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Andrew Jackson. “ Any man worth his salt will stick up for what he believes is right, but it takes a slightly better man to acknowledge instantly and without reservation that he is in error.”- Andrew Jackson. Andrew Jackson’s Statue in Nashville, Tennessee. Early life.
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Andrew Jackson “ Any man worth his salt will stick up for what he believes is right, but it takes a slightly better man to acknowledge instantly and without reservation that he is in error.”- Andrew Jackson
Early life • Andrew Jackson was born in 1761 in his hometown of Waxhaw, South Carolina. • When he was 13, Jackson joined the local militia. Within a year later, all of his family members died. This result caused Jackson to become an orphan.
Jackson’s Second Hometown • Even though he was born in the town of Waxhaw, South Carolina, Andrew Jackson spent most of his time in Tennessee. • He was a delegate for Tennessee at the Constitutional convention, elected U.S representative, U.S senator(resigned within a year) and a judge for the Tennessee Supreme Court.
Andrew Jackson’s Accomplishments • He was a Politician and army general for the continental army. Being an army general caused him to win the Battle of Horseshoe bend and the Battle of New Orleans.
Andrew’s Weird Nicknames • His nicknames included “Old Hickory” for his toughness and aggressive personality and “Jack (the other end)” from his opponents when he ran for office. • After that, Jackson decided to have a cartoonist draw a donkey for his campaign. He eventually stopped it, but today we use the donkey as a symbol for the Democratic Party.
Andrew Jackson’s Inauguration • It took Andrew Jackson three weeks to reach the white house in Washington D.C, traveling by a steamboat and a carriage. • The inauguration took place on March 4th, 1829 accompanying over 10,000 people at the United States Capital.
Jackson’s Presidency • 1829-1837
Jacksonian Democracy • It was a political movement toward greater democracy for the greater good and only was valid to white, male citizens. • It also promoted strength to the presidency and executive branch. • Opposed the national and central banks (second bank.)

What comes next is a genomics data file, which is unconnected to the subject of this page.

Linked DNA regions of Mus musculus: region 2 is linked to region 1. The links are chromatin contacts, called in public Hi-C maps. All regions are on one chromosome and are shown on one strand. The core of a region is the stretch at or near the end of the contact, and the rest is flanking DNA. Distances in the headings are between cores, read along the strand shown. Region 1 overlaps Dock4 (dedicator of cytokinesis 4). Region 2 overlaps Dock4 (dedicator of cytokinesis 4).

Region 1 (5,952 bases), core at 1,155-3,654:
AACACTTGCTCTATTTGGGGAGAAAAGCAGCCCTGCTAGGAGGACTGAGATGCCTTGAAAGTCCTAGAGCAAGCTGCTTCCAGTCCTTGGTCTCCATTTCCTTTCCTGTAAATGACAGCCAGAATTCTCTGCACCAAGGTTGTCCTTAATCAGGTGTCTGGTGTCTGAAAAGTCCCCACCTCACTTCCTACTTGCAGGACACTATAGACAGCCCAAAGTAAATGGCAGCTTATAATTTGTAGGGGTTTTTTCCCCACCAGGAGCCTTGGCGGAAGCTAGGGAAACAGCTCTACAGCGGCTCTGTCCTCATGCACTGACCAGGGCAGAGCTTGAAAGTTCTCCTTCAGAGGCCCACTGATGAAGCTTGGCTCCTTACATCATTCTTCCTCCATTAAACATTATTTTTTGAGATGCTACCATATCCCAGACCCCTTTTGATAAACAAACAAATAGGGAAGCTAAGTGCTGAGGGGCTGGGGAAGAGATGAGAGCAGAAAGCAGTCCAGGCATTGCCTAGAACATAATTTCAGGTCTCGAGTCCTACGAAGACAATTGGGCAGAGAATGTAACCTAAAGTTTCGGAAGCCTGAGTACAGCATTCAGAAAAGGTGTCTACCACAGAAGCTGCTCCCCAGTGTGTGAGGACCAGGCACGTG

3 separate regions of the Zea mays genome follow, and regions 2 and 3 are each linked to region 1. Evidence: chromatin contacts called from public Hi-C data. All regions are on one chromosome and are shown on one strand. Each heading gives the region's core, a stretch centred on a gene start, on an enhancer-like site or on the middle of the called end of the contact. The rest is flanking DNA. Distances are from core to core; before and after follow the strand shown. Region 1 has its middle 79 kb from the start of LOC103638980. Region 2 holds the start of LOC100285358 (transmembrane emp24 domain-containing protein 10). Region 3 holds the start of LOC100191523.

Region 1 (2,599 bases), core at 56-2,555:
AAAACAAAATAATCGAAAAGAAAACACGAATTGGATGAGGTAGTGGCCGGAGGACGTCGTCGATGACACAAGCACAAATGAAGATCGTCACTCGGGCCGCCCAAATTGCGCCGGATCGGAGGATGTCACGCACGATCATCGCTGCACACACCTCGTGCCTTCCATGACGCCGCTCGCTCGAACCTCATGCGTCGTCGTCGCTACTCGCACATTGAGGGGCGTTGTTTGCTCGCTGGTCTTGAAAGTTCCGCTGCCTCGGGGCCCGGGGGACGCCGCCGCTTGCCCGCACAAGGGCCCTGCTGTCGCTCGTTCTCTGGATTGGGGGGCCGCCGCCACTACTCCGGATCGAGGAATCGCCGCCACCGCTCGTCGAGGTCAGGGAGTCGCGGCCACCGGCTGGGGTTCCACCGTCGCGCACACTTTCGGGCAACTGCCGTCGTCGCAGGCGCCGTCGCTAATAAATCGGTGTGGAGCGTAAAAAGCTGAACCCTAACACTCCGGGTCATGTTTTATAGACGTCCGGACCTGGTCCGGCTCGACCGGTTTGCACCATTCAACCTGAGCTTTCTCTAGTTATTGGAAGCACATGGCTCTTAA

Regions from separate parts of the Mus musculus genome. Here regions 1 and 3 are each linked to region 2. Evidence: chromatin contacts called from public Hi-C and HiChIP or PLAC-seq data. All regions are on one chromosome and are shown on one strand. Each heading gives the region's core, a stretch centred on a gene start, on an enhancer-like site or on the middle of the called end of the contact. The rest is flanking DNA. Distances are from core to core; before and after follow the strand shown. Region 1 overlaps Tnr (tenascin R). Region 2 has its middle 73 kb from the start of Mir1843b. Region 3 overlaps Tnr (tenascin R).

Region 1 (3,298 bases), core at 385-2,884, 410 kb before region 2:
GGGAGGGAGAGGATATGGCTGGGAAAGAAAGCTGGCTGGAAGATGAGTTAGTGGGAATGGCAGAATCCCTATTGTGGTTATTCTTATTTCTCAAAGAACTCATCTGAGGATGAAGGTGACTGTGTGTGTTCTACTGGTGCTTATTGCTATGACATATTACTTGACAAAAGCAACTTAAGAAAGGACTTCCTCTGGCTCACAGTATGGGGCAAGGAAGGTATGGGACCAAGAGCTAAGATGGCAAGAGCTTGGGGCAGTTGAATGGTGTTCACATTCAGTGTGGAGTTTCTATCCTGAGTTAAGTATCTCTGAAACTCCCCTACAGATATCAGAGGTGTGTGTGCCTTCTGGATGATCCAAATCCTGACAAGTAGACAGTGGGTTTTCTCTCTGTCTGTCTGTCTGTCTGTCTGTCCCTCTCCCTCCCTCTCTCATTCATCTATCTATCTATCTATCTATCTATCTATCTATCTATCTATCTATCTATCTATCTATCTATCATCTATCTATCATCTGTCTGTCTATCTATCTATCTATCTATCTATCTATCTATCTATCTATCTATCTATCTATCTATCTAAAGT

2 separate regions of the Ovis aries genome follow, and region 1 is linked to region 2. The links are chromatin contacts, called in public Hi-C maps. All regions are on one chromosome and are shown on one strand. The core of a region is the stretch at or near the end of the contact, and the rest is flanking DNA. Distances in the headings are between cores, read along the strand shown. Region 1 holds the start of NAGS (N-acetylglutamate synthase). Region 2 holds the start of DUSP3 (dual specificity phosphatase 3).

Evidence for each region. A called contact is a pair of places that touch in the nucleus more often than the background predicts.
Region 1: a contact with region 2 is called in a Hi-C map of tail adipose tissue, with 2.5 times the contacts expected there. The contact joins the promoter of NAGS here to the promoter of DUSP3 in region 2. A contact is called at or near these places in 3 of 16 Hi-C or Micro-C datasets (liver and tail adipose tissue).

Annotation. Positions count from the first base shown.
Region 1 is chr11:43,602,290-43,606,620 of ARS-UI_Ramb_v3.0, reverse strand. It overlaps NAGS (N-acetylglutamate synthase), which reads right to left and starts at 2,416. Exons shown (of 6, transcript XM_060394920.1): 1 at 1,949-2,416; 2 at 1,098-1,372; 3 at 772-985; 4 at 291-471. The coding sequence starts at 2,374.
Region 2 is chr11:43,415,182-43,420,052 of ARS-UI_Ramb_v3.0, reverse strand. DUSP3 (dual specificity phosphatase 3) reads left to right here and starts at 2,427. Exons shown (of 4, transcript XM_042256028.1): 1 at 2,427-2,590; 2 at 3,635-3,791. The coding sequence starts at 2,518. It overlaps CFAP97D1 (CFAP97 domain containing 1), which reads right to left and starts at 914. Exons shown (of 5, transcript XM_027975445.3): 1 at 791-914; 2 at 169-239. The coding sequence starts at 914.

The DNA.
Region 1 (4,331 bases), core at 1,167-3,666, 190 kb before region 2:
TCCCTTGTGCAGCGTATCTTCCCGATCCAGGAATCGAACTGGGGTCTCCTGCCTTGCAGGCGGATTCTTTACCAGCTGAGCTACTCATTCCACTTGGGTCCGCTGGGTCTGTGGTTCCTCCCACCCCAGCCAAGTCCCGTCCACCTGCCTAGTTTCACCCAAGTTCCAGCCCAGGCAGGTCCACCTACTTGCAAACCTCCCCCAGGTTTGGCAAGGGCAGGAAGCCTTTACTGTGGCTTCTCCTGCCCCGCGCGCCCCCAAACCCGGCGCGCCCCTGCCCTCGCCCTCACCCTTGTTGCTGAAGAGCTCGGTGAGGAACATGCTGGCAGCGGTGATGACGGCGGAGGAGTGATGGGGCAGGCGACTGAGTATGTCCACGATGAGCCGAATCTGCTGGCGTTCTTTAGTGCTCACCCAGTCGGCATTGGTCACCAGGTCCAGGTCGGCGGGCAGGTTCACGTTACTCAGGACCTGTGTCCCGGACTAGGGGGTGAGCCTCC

Continued • It relied on the general principles of: Expanded suffrage- voting rights only to white men. Manifest Destiny- all white Americans had destiny to settle west. Patronage- encouraged participation from the common man. Strict Constructionism- favoring a federal government of limited powers. The Jacksonian Democracy finally ended after 1850 but before the American Civil War.
Indian Removal Act • The act was passed to remove the Indians from the states. • The Cherokee, Chickasaw, Choctaw, Creek, and Seminole tribes were affected with the law. • Signed into law on May 28, 1830 • This caused many Indians relocate to Indian Territory, which in now present day Oklahoma
Tariff of Abominations • It was passed by congress to protect industry in the United States. • It was labeled the Tariff of Abominations because of effects on the southern economy. • Industries were being driven out of business by low-priced imported goods by putting a tax on them. • Because of the reduced market of goods, the southern economy was very bad.
Andrew Jackson’s death • He fled an assassination attempt by Richard Lawrence in January 30, 1835. • He died on July 8th, 1845. • The location of his grave is in Nashville, Tennessee.
Quiz Time!!! • What two battles did Andrew Jackson win as army general for the colonial army? • Where did Andrew Jackson spent most of his time living?(trick question) • How many years did Andrew Jackson serve as president? • What does the monster on the Jacksonian Democracy represent? • Which part of the United States have a bad economy during the Tariff of Abominations?
The End!!!!!!!!!! By Morgan Gillespie